Sussing out SaaS

Is software as a service (SaaS) the cure for what ails your business? While it offers a low-cost, low-maintenance alternative software model for SMBs, you may have never heard the term before or understood how it can help you.

SaaS, or on-demand software, is delivered through a vendor who provides anytime, anywhere access to your applications through a Web browser. The management of the infrastructure and guarantee of service delivery is the responsibility of the vendor, which means you, the customer, don’t have to buy, manage or maintain anything.

But how exactly is this model different from that of an application service provider (ASP)?

The ASP, a third party, hosts a desktop or client-server solution, and the customer pays for the number of server licences — and it’s generally not designed or delivered as a service. SaaS, on the other hand, allows SMBs to take advantage of a service delivery model where the vendor supplies all of the infrastructure, as well as guarantees of performance and uptime, says Mini Peiris, vice-president of product management with NetSuite Inc. in San Mateo, Calif. This, while valuable, is sometimes intangible, so as a customer you should consider the total cost of ownership and not necessarily the sticker price of the product itself.

GestureTek Inc. is one Canadian SMB that recently turned to SaaS for almost all areas of its business, including purchasing, sales, inventory and accounting, as well as customer relationship management (CRM) and support. The company develops gesture-based technology, which allows users to access computers without the use of joysticks, headgear, keyboards or mice.

For the past eight months, Toronto’s GestureTek has been using SaaS from NetSuite. Executives can use dashboards to see, at a glance, the status of the business — and that is the most critical aspect of this kind of software, says Gerry Sylvia, director of production and logistics with GestureTek, in Toronto. “Nobody has time to dig for details,” he says.

Prior to moving to a SaaS model, the company was dependent on Excel spreadsheets for business intelligence. This was also the case for Sylvia at a previous employer, which spent “zillions of dollars on SAP,” but at the end of the day just shoved everything into an Excel spreadsheet.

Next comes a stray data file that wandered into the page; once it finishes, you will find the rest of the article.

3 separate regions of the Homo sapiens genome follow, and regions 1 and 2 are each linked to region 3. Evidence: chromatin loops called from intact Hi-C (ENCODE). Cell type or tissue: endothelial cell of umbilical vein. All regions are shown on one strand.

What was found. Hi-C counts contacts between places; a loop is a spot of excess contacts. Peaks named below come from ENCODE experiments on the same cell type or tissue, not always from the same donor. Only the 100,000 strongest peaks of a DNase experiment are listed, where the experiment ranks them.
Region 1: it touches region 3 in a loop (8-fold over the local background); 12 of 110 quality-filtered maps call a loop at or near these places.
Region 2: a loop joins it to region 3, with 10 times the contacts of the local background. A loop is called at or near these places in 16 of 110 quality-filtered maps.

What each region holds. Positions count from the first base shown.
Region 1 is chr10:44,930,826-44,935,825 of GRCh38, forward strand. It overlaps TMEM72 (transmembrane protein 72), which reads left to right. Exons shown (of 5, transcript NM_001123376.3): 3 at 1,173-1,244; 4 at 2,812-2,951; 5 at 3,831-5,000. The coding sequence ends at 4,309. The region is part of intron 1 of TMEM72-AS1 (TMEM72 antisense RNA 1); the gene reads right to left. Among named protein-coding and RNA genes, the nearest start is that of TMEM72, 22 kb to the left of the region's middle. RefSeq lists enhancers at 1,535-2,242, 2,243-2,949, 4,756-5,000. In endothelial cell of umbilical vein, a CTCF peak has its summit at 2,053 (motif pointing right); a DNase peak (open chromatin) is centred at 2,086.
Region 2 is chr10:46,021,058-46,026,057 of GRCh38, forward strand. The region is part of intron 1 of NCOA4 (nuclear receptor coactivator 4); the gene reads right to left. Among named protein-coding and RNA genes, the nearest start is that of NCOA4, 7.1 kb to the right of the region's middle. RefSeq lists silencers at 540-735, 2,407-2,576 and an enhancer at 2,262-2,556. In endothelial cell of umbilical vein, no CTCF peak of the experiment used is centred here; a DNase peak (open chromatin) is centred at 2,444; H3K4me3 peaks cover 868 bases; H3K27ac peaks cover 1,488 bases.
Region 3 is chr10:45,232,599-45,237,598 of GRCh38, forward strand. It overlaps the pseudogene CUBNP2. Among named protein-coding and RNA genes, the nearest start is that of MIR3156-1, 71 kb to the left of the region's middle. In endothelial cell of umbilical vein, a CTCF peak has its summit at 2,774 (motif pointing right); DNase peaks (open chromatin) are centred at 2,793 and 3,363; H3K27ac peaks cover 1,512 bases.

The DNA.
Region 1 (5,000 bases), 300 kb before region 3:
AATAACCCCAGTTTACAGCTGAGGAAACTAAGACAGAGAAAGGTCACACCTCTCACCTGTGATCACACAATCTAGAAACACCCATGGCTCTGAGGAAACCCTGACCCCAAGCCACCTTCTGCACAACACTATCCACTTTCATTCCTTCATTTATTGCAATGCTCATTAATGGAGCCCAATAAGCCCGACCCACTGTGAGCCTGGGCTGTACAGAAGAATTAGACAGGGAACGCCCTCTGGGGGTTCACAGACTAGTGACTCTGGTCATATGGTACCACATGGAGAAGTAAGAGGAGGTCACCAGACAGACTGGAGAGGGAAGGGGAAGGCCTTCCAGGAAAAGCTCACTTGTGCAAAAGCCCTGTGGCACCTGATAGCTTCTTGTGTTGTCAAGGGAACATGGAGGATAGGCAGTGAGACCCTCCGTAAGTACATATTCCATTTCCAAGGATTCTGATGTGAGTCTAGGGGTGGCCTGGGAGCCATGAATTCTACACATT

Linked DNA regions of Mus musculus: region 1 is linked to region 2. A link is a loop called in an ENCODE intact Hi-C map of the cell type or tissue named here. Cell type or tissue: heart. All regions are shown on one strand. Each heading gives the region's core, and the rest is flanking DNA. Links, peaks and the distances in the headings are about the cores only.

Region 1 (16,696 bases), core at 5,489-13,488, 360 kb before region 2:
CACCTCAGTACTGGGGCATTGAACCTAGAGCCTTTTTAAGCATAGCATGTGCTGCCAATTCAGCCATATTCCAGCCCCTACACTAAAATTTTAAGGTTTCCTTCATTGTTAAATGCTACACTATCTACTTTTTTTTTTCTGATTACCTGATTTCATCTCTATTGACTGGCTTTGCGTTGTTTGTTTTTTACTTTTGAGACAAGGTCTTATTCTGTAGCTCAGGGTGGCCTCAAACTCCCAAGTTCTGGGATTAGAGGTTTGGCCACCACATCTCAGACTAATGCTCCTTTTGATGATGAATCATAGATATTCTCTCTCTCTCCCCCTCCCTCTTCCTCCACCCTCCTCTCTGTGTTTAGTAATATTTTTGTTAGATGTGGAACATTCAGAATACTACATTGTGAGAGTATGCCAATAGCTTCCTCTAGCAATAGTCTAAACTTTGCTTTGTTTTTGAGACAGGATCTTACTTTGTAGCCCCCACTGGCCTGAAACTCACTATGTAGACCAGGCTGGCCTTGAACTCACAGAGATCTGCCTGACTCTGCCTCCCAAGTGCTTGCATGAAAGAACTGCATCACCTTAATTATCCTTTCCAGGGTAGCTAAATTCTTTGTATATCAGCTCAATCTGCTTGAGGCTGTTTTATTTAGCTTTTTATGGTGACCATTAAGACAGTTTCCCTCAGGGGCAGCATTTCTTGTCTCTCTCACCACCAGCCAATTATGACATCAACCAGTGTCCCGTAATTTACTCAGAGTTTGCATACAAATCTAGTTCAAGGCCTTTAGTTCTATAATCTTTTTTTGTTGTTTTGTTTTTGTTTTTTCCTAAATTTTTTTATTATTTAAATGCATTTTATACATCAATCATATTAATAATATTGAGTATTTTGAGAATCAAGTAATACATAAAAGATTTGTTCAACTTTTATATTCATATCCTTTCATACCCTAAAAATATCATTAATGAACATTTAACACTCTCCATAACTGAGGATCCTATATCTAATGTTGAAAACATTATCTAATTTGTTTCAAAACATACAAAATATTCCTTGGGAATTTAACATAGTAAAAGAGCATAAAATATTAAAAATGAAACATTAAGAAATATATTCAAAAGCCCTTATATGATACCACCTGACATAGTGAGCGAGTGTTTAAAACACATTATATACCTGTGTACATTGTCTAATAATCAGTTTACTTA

Using SaaS, he gets access to analytic tools, but doesn’t have to hire a team of technicians to keep the system up and running, nor does he have to buy any additional hardware.

But SaaS can be a scary proposition at first. “It’s a real leap of faith because the data ain’t here — it’s somewhere else, and it’s scary sometimes,” he says. “All of our company’s secrets, from purchasing to customers, it’s all sitting in California.” But the benefits outweigh the fear, he adds, and it’s worth taking that leap of faith.

Companies like (which recently added a Canadian office), NetSuite and Siebel (recently acquired by Oracle) are all offering on-demand or hosted models. But 62 per cent of medium-sized companies in Canada still aren’t familiar with the term SaaS, and educating the market is a major challenge, says Michael Hyjek, research director of customer segments with IDC Canada in Toronto.

The trust factor is critical, especially for smaller companies, says Hyjek. “If you have a set amount of customers out there, you want to be careful about where your information is going,” he says. Vendors such as allow potential customers to try the software before they buy it, he says, so test-drive the software if you want to alleviate those insecurities.

When you trust someone with your customer list, you want a commitment that it’s going to be available when you need it, in real time. When considering an on-demand model, ask the vendor for live demonstrations and customer referrals.

The most popular applications being outsourced by medium-sized firms include Web conferencing, payroll and intrusion detection, according to IDC. Other areas include workforce management and sales force automation.

While the SaaS model offers cost savings in terms of TCO, one of the most compelling reasons to consider it is for analytics and business intelligence. With dashboards, you can analyze your business through key performance indicators, says NetSuite’s Peiris, which means you don’t have to hire a business analyst to build reports or data warehouses. Look for a hosted solution that lets you easily add new metrics by pointing and clicking.

Simplicity is the key. This is certainly true for GestureTek’s Sylvia, who says the move from Excel spreadsheets to SaaS has helped him focus. “I don’t want to be in the IT business and keep systems up and running,” he says. “I get to focus on what’s actually important — getting our products out the door.”

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Vawn Himmelsbach
Vawn Himmelsbach
Is a Toronto-based journalist and regular contributor to IT World Canada's publications.

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